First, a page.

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Hot Dining: Restaurant Review: Santa Ana

Darek Wozny is doing something very right.

Without a days-in-advance reservation or last-minute dumb luck, getting a table inside the chef/owner’s Santa Ana Pizzeria & Bistro is a tall order.

Since opening September 2010, the 40-seat restaurant south of St Vital Centre has earned a fierce following.

Generous portions, dozens of expected and unexpected pizza toppings (47-plus toppings including three kinds of bacon and 11 cheeses), great wine prices and out-of-the-box dishes keep the restaurant and catering company hustling seven days a week. (The restaurant closes Sundays for private parties.)

Inside the slick, steel grey and black interior, guests are greeted by a blast of aromatic garlic, baking pizzas and that familiar woody smokiness of a hard-working fireplace.

Indeed, wood-fired and stone-baked pizzas, and wood-fired pasta are the centrepiece on the menu. (Most meals are cooked in the wood-fired oven.)

Wood-fired pizzas have thinner, crispier crusts and fewer toppings while stone-baked pizzas are thicker, loaded up and prepared in a traditional pizza oven. Pizzas can be ordered either way.

The pollo pizza—topped with rosemary chicken, pancetta, wild mushrooms and arugula—had full-bodied, smoky flavour.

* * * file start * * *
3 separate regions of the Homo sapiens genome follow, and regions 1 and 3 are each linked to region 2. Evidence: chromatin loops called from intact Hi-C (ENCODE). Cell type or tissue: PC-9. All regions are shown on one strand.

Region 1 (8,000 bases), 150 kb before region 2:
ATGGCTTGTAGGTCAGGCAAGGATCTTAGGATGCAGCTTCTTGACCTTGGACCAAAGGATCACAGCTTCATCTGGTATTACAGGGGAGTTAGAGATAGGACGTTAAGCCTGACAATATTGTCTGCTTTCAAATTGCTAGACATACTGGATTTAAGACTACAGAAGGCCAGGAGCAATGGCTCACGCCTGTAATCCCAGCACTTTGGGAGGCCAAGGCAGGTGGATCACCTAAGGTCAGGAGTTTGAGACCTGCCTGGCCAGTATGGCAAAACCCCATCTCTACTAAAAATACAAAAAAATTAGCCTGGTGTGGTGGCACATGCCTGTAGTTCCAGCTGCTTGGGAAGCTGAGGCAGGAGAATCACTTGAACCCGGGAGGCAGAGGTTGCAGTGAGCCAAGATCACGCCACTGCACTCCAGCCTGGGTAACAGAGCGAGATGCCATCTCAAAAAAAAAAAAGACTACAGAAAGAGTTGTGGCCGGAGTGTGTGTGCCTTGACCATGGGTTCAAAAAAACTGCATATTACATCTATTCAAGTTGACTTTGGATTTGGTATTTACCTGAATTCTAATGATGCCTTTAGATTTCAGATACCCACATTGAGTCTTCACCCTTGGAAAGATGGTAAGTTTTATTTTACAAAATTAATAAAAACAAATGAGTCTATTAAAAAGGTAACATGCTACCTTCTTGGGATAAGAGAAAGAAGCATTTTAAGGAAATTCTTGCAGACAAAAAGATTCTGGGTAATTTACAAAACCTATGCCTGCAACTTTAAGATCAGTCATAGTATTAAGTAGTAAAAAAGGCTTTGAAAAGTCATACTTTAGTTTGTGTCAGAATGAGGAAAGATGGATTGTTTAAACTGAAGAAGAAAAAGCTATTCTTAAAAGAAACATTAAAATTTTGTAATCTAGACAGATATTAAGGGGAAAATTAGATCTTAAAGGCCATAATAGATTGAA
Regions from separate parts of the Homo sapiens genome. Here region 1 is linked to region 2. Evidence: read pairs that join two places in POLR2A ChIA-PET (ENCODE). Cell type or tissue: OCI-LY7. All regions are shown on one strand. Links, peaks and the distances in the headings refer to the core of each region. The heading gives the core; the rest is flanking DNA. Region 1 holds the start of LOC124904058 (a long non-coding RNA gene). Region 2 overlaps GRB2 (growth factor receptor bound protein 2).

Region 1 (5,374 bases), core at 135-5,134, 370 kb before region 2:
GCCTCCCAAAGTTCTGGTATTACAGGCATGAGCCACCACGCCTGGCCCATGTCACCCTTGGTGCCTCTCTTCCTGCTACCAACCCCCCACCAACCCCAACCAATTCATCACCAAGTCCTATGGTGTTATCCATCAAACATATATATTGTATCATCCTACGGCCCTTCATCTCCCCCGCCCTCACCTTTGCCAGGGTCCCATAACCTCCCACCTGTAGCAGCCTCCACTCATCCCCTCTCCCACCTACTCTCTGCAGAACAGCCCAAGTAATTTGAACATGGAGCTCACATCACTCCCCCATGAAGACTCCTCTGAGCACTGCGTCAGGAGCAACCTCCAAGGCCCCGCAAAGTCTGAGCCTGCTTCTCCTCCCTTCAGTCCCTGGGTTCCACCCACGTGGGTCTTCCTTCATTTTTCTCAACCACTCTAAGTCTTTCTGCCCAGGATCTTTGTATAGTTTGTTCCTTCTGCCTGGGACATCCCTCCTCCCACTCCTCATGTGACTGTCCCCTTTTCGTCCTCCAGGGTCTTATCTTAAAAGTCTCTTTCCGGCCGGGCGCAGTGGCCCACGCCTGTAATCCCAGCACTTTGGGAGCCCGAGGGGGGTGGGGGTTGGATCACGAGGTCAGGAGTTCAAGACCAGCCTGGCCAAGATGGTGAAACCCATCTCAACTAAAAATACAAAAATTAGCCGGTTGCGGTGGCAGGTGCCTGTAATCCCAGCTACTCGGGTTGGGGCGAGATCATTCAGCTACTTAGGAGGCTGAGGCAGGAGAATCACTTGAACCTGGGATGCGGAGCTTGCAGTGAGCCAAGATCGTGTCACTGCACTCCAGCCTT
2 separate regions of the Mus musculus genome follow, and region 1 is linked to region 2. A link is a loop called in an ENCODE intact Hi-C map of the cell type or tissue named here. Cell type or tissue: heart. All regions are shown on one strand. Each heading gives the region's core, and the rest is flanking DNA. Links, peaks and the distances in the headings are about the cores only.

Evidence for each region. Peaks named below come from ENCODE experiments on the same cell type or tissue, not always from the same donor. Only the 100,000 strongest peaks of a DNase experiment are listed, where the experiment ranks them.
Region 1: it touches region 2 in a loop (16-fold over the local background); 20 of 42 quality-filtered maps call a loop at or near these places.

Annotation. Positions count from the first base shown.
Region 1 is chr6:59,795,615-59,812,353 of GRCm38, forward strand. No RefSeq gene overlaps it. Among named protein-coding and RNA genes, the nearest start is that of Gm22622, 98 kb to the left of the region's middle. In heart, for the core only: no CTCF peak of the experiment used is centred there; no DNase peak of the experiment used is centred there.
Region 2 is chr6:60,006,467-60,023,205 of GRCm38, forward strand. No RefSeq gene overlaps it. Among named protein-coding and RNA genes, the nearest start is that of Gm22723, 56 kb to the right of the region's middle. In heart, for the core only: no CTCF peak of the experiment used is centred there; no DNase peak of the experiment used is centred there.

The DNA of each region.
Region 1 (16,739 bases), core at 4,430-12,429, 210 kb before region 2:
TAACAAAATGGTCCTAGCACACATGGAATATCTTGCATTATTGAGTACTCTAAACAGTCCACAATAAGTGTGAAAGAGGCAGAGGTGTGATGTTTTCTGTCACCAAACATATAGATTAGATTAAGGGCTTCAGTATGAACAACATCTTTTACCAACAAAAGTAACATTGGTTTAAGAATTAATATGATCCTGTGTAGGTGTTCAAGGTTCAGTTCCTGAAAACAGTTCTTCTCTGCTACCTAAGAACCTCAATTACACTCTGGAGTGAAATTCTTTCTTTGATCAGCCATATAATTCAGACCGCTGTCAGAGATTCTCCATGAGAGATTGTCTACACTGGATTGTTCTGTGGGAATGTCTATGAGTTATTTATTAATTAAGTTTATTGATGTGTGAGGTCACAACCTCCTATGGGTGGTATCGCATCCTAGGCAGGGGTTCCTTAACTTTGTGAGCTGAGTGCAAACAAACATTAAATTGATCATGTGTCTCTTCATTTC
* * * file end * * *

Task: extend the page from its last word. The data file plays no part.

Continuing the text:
All pastas are made to order, parboiled on the stovetop and, surprisingly, finished al dente in the wood-fire oven. A meaty manicotti was a hearty, cheese-laden and tomato-rich meal and a half with unexpected fennel notes. Tortellini purses romance the senses with  sweet, creamy ricotta filling. It is then tossed in bright and fragrant pesto sauce and topped with parmesan.

Meanwhile, a healthy plateful of crispy artichoke hearts was a great departure from usual starter options. Readied in extra virgin olive oil, flour and parsley, the tart bites were lightly pan fried and tossed with parmesan and sweet roasted red peppers.

The wood-fired Sicilian sausage with the signature La Bomba sauce is a fire-seeker’s delight. Piled high, Italian sausage slices are tossed with a spicy eggplant, zucchini, artichoke, and roasted red pepper mince.

Santa Ana’s very affordable wine prices are worth a mention. Bottles range from $15 to $55, offering some great deals. Wozny, also the former owner of a local wine store, knows his vino. His maximum mark-up over Liquor Commission prices is $7, making a bottle within most diners’ grasp.

Service is fast, friendly and very competent. A mini-groceteria in the lobby is stocked with sauces, pestos, chutneys and pasta, among other specialty foods.

Good luck finding stomach space for dessert. A modest selection of gelatos, all by Eva’s Gelato, satisfied a sweet craving without busting a gut. Meanwhile, a large (11″) cinnamon-dusted, marshmallow, chocolate and graham wafer dessert pizza was more than two diners could face.

Santa Ana is open Mon-Thu 11 am-9 pm; Fri 11 am-10 pm and Sat 4 pm-10 pm.

St Vital
1631-F St Mary’s Rd.
(204) 415-1440
Entrées: $12-$22

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